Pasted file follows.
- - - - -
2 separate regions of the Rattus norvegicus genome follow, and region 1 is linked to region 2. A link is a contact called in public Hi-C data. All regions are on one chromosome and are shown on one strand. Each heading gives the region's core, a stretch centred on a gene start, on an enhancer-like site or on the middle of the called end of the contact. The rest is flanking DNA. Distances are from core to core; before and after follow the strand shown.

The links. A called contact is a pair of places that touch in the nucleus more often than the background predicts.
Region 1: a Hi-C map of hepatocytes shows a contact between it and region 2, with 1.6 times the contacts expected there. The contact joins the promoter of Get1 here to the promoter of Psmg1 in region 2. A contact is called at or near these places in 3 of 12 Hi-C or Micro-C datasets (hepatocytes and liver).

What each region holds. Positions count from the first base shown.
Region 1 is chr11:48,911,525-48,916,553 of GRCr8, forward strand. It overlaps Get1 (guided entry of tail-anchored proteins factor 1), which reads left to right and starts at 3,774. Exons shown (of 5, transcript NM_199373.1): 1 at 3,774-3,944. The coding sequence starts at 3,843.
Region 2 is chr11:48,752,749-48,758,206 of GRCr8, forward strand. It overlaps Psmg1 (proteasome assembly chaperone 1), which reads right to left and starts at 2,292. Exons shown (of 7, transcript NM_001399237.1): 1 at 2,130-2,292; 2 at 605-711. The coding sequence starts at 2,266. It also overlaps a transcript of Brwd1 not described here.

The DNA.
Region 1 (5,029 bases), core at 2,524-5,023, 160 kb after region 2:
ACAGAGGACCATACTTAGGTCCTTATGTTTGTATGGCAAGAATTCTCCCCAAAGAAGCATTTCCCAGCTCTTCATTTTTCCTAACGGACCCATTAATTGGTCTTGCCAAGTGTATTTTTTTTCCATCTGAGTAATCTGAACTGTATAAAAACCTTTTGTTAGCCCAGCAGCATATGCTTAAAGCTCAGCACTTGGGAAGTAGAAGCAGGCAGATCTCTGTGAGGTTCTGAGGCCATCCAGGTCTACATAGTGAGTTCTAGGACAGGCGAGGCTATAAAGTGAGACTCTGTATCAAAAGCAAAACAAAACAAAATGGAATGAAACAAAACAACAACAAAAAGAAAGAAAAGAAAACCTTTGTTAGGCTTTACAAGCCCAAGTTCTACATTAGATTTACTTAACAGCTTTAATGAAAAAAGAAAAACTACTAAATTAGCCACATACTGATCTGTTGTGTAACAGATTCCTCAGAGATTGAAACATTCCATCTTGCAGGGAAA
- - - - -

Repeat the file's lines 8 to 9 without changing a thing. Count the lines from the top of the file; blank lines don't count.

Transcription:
Region 1 (5,029 bases), core at 2,524-5,023, 160 kb after region 2:
ACAGAGGACCATACTTAGGTCCTTATGTTTGTATGGCAAGAATTCTCCCCAAAGAAGCATTTCCCAGCTCTTCATTTTTCCTAACGGACCCATTAATTGGTCTTGCCAAGTGTATTTTTTTTCCATCTGAGTAATCTGAACTGTATAAAAACCTTTTGTTAGCCCAGCAGCATATGCTTAAAGCTCAGCACTTGGGAAGTAGAAGCAGGCAGATCTCTGTGAGGTTCTGAGGCCATCCAGGTCTACATAGTGAGTTCTAGGACAGGCGAGGCTATAAAGTGAGACTCTGTATCAAAAGCAAAACAAAACAAAATGGAATGAAACAAAACAACAACAAAAAGAAAGAAAAGAAAACCTTTGTTAGGCTTTACAAGCCCAAGTTCTACATTAGATTTACTTAACAGCTTTAATGAAAAAAGAAAAACTACTAAATTAGCCACATACTGATCTGTTGTGTAACAGATTCCTCAGAGATTGAAACATTCCATCTTGCAGGGAAA